The Frivolous Boy


Youth was considered to be the main drawback of the new priest. “It would have been better to wait for a couple of years than to ordain him now!” the parishioners said. “He should grow up, mature and become more serious! He is still too young! If he doesn’t laugh, he smiles all the time. But our needs are essential.” The wise senior parishioners soothed the most indignant ones by a well-known fact: Youth is the sort of thing that passes quickly. It helped for some time until the following misunderstanding associated with the manifestation of excessive cheerfulness and frivolity. “They sang ‘Axios’, and the parish gets a new priest!”, they grumbled. “Is he a priest if the milk has not dried off his lips yet? He spends hours on his innernet and all sorts of gadgets. He jokes with the young folks, but he is very shy with adults and avoids them. Of course the harvest is great. But can a child cope with a plow? Who asked us?!” The Bishop who had appointed the young priest to this parish was also scolded as well as the father. A frivolous father. Just a big gadget.

Apparently, Christ uses not only people for our correction, but sometimes He also takes up gadgets, as experience shows. Indeed. After a while, the parishioners were surprised to find that the young father had become serious. At first, he was unduly serious and even depressed. The sternest people, who had formerly resented his childishness, were afraid of him: “Did something happen?”

Indeed. God’s humor is subtle. It hits home.

They gave him a hug after one church service. “Father, let’s go talk. You’re not yourself. What’s happened?”

Accustomed to sidelong glances, he even flinched. But when he saw that the people cared about him and wished him well, he softened and melted.

"Okay, let’s go.”

In the refectory he said that he had died. Up and died.

We tensed up. “Really?”


He smiled sadly and told us his story:

“On one painful evening, when a strong feeling of hunger after vespers was clearly felt, I went to the grocery store to buy some food. I didn't have any cash, so I began paying by card. But not so fast. ‘Your card is blocked,’ the cashier said. With shame and anger, I left the purchased food at the checkout, and went home to please my young wife with with some old, stashed away canned food. ‘The card is valid for another two years. Why is it blocked?’ I thought. Well, we had a bite to eat at the very least, and I surfed the net to find the online banking site (the elderly people winced at these words) to find out what was wrong. Indeed. The card was blocked completely. ‘What’s the news?’ I called this very bank and said, “Unblock my card! My young wife and I want to eat!’ The operator answered in a harsh voice, ‘The card has been blocked in connection with the death of the owner.’ ‘What?’ I pinched myself and asked my wife to have a look at me. “You’re still all right”, she said. The woman on the phone supposed that there must be some misunderstanding, but according to the data available to her, such-and-such a man (by complete coincidence his name was the same as mine) had died. In a final effort, I asked her to compare our dates of birth and addresses. It was here that the mistake had occurred: It turns out that my namesake had died. He was fifty years older than me and lived in another place. “Well, wait,” she chirped, “The bank will fix the problem tonight.”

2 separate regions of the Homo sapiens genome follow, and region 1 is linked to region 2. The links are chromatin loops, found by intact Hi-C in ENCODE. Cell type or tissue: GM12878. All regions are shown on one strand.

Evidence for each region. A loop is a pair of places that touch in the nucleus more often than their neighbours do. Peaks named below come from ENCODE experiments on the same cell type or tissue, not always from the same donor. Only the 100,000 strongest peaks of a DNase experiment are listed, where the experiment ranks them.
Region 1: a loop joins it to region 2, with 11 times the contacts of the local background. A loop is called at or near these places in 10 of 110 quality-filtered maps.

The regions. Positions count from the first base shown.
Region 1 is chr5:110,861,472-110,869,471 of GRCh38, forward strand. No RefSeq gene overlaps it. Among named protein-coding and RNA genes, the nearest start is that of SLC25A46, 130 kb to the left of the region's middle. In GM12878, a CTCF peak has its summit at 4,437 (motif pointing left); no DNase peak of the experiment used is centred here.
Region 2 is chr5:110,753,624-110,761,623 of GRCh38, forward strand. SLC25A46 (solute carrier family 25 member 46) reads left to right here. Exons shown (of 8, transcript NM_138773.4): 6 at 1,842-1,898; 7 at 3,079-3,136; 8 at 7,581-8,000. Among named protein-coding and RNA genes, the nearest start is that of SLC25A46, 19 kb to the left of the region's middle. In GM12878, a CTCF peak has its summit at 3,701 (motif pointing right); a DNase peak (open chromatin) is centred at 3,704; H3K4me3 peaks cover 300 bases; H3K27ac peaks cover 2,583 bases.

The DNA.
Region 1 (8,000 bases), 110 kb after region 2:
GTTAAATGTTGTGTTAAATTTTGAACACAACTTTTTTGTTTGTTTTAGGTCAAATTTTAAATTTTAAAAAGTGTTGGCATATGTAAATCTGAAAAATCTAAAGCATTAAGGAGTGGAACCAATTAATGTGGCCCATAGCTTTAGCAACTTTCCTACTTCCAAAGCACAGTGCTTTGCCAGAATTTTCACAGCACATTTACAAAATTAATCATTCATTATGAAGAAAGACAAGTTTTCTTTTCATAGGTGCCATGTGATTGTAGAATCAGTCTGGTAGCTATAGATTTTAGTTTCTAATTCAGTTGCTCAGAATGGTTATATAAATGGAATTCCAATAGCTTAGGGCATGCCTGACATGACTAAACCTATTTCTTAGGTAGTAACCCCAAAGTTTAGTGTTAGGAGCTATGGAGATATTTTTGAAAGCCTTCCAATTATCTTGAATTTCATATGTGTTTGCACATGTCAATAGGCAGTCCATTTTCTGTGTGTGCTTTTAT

“I was lying on my bed that night. Liturgy would be the next day. It would be better to get some sleep but I was unable. I was thinking, ‘The time will come when both the date of birth and the address will coincide. And then what will I say, not to the bank, but to Christ?” I could not help but feel uncharacteristically sad. I was tossing and turning in bed till two in the morning. Then I stood in front of the icons and burst into tears quietly, trying not to wake up my wife. I was crying, thinking and repenting. Needless to say, I came to the church earlier than usual, tried to serve earnestly... I prayed for my namesake and for all the dead.”

“Yes,” the parishioners, nodded, “we have noticed that the Litanies of the Departed have become longer. Don’t be so upset. Seriousness is a good quality, but after all, at the same time we also have to smile.”

“Everything in its season.” I said. “Both tears and a smile.”

Now the most serious parishioners stared at the young priest with genuine respect. One mumbled barely audibly in the doorway:

“So much for the ‘boy’! Boys quickly become fathers. Of course, that is, if they are true fathers.”

Peter Davydov
Translation by Oksana Rozumnaya


Anthony8/31/2018 9:53 pm
Sorry but this article was a bit lost on me which is why I only awarded it a 5. I don't quite get the point. Can someone explain - perhaps a translation in Greek would be nice. And why isn't there a Greek version of this website? Is he saying that this event was his Damascene moment when he changed from being the fun loving young cool hipster priest to the sober serious man that he had become? I think that's the way I read it, but there may be a better explanation. Questions. Questions. I need answers
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